Modern policing in America has roots that go back centuries. It is a confluence of the watch groups in the northern colonies and the slave patrols in the southern colonies.
The watch groups in the north were modeled after the system used in England in which volunteers from the community were charged primarily with the warning of such dangers as fire, crime, maintaining order and controlling enslaved and Native people.
There were day and night watch groups. The first night watch was formed in Boston in 1636, followed by New York in 1658 and Philadelphia in 1700. Philadelphia formed the first day watch in 1833, and New York followed in 1844.
In the southern colonies, slave patrols were established to capture and punish enslaved people who ran away. This was a way of maintaining the economic order in those colonies. The slave patrols of the south are the first version of police organizations as we know them today.
South Carolina formed the first patrol in 1704, ordering its militia to punish any enslaved person caught away from home without a pass. In 1837, the city of Charleston had a slave patrol larger than any northern watch group.
Both northern and southern states and Congress enacted laws to criminalize, abuse and control enslaved and Native people. Congress passed the Fugitive Slave Acts in 1793 and 1850 — these laws guaranteed slaveholders the right to recover their enslaved runaways.
The 1793 law was considered weak because some states passed regulations to circumvent the law, and other states actively defied the law. The Fugitive Slave Act of 1850 strengthened the laws regarding runaways by penalizing officials who did not arrest runaways, levying fines and imprisonment against anyone aiding runaways by providing food or shelter, eliminating jury trials for runaways or allowing them to speak on their own behalf.
Additionally, bonuses were often given to those who captured and returned runaways. The law passed in 1850 was nicknamed the “Bloodhound Bill” by many abolitionists because of the use of dogs in the pursuit of runaways.
Most law enforcement, particularly in the south, were white patrollers watching, catching, beating, enforcing curfews, controlling movement and behavior, preventing organized resistance, and terrorizing enslaved people. Although the patrols supposedly ended with the abolishment of slavery, it did not.
We can see parallels between the patrols and the “illegal” tactics of the vigilantes during Reconstruction and the white supremacist, white nationalist and neo-Nazi groups of today. We can also see parallels between the roles and responsibilities of the legal patrols and watch groups of that time with the legal roles and responsibilities of law enforcement today.
Though it may look quite different today, many of the modern law enforcement practices were implemented in colonial America. As it was during slavery, and still is today, the primary role of law enforcement is to watch, catch, beat, enforce curfews, control movement and behavior, prevent organized resistance and terrorize black and brown people.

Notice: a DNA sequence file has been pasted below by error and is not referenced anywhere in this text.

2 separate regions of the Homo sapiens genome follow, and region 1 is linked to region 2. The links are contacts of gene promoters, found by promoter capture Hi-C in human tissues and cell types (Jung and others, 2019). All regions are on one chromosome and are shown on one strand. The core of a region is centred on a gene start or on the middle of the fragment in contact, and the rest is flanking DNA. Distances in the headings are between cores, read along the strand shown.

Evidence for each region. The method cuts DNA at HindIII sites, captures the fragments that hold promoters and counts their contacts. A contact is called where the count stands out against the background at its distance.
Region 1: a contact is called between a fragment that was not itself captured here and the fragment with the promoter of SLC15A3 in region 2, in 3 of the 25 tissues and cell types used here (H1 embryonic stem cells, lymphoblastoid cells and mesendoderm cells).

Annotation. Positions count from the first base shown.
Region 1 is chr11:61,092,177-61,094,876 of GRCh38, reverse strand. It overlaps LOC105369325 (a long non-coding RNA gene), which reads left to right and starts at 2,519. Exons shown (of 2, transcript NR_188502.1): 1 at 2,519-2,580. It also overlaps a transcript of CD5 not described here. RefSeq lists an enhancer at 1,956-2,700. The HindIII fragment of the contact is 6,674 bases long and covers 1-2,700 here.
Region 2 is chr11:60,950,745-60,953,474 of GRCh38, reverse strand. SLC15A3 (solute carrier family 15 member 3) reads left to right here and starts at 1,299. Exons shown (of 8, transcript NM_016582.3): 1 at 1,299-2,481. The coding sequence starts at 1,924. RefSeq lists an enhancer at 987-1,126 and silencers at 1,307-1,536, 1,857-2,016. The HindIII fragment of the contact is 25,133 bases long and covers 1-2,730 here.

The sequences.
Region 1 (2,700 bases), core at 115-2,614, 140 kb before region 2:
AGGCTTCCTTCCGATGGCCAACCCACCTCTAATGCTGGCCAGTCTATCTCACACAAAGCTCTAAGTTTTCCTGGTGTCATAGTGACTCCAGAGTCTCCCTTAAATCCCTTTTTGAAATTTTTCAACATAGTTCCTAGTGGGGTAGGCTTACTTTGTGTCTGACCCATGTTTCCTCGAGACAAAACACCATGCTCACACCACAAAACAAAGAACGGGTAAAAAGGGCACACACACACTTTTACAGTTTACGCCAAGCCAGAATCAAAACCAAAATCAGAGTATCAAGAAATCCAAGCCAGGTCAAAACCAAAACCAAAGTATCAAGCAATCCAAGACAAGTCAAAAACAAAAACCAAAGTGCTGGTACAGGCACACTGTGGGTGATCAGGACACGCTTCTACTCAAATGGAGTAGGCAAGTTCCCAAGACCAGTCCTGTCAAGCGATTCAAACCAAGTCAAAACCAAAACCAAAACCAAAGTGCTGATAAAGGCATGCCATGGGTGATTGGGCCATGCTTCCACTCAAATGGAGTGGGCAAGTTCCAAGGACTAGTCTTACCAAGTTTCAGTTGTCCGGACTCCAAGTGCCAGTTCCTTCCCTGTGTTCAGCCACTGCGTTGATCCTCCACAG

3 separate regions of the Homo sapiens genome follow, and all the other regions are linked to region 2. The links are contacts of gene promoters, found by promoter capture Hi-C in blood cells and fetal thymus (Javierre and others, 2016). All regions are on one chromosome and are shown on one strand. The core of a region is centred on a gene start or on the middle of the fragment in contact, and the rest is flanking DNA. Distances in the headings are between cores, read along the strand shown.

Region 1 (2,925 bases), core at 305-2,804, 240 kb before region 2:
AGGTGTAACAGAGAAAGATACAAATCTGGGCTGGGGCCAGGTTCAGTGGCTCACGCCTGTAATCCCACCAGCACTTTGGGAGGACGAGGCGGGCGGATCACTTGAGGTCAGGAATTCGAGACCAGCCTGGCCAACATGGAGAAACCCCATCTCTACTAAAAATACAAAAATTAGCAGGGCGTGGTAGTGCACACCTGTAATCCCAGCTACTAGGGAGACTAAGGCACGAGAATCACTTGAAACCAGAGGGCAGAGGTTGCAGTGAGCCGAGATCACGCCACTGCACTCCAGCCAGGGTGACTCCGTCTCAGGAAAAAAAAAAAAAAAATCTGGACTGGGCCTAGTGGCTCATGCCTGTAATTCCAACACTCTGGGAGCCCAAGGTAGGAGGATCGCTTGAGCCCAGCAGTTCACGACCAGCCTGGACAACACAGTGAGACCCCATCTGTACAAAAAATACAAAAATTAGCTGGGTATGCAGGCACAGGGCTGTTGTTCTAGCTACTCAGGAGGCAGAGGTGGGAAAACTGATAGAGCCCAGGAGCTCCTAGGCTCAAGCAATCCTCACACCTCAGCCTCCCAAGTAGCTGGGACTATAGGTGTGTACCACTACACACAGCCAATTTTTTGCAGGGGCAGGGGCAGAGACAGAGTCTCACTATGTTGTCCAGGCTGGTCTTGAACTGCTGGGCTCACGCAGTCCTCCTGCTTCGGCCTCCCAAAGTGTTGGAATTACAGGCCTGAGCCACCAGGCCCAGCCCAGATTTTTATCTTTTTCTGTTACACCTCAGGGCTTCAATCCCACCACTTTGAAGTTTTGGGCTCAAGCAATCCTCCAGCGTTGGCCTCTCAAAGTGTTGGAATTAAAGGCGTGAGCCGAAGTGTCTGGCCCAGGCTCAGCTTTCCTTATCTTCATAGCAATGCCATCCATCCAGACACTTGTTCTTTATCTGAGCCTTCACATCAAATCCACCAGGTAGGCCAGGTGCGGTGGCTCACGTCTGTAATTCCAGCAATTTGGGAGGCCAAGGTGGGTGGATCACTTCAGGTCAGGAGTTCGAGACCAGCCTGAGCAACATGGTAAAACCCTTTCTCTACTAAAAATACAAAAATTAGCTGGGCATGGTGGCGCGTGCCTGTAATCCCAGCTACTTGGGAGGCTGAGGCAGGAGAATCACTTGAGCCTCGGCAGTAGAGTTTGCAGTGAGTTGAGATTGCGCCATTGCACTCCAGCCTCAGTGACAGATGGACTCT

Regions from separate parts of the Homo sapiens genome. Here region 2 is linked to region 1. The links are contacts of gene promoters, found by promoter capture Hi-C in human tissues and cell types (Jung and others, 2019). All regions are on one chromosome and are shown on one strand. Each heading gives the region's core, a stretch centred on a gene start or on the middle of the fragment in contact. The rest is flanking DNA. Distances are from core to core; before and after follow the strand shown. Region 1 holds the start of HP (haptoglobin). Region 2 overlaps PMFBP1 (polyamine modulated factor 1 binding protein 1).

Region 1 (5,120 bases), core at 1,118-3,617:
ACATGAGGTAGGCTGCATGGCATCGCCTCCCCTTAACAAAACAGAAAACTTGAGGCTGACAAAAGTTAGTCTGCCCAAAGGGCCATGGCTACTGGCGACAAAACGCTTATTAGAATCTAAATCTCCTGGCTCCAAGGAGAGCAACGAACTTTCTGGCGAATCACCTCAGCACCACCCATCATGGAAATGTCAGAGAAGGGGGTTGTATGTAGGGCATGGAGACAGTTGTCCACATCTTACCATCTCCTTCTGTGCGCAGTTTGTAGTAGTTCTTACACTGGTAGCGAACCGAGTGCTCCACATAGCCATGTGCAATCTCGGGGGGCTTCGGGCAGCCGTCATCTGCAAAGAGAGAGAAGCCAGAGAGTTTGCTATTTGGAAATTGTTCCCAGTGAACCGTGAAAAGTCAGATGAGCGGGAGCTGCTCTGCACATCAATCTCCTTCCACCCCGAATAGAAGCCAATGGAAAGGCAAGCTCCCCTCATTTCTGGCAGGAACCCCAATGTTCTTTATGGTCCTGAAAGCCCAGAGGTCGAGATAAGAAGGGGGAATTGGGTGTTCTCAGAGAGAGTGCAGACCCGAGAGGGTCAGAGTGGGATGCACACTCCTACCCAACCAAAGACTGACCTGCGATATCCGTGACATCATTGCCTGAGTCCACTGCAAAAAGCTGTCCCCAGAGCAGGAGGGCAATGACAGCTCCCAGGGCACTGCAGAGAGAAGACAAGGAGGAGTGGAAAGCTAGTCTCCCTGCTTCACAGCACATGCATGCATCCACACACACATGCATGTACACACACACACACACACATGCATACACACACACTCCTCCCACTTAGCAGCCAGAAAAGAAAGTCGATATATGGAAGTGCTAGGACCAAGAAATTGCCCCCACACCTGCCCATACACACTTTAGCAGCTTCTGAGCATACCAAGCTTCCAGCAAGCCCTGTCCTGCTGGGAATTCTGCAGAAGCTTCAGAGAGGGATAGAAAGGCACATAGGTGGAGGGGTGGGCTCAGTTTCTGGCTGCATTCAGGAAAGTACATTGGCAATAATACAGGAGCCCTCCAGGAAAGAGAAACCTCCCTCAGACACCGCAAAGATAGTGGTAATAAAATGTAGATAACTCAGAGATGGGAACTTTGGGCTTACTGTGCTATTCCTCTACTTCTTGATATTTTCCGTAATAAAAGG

There have been no significant reforms to law enforcement or the criminal justice system since President Abraham Lincoln issued the Emancipation Proclamation on January 1, 1863.
On June 8, 2020, House and Senate Democrats unveiled the Justice in Policing Act of 2020, which is intended to bring about major reforms to police departments throughout the country. The House may take up the bill when it reconvenes on June 30, or it may return sooner to expedite the process.
The bill addresses the excessive requirements for pursuing penalties against police misconduct and proposes reforms to qualified immunity for police officers. Qualified immunity was developed in recent decades by The Supreme Court. It shields police officers and other government officials from lawsuits regarding their conduct, or should I say, misconduct. The Supreme Court is currently considering reexamining the qualified immunity doctrine.
The Justice in Policing Act of 2020 also:
Creates a National Police Misconduct Registry to track police misconduct and to improve police practices by mandating training on racial bias and the duty to intervene.
Limits the transfer of military-grade weapons to state and local law enforcement agencies and requires the use of body cameras.
Empowers attorney generals and the Justice Department to play a much larger role in its oversight of police agencies, allows them to independently investigate police misconduct and excessive use of force, and gives them greater powers to investigate and track cases.
Makes federal funding for state and local police agencies conditional upon their training and adoption of policies to combat racial bias and profiling.
Bans “no-knock” warrants in drug-related cases and the use of chokeholds.
For more information, visit www.themarshallproject.org.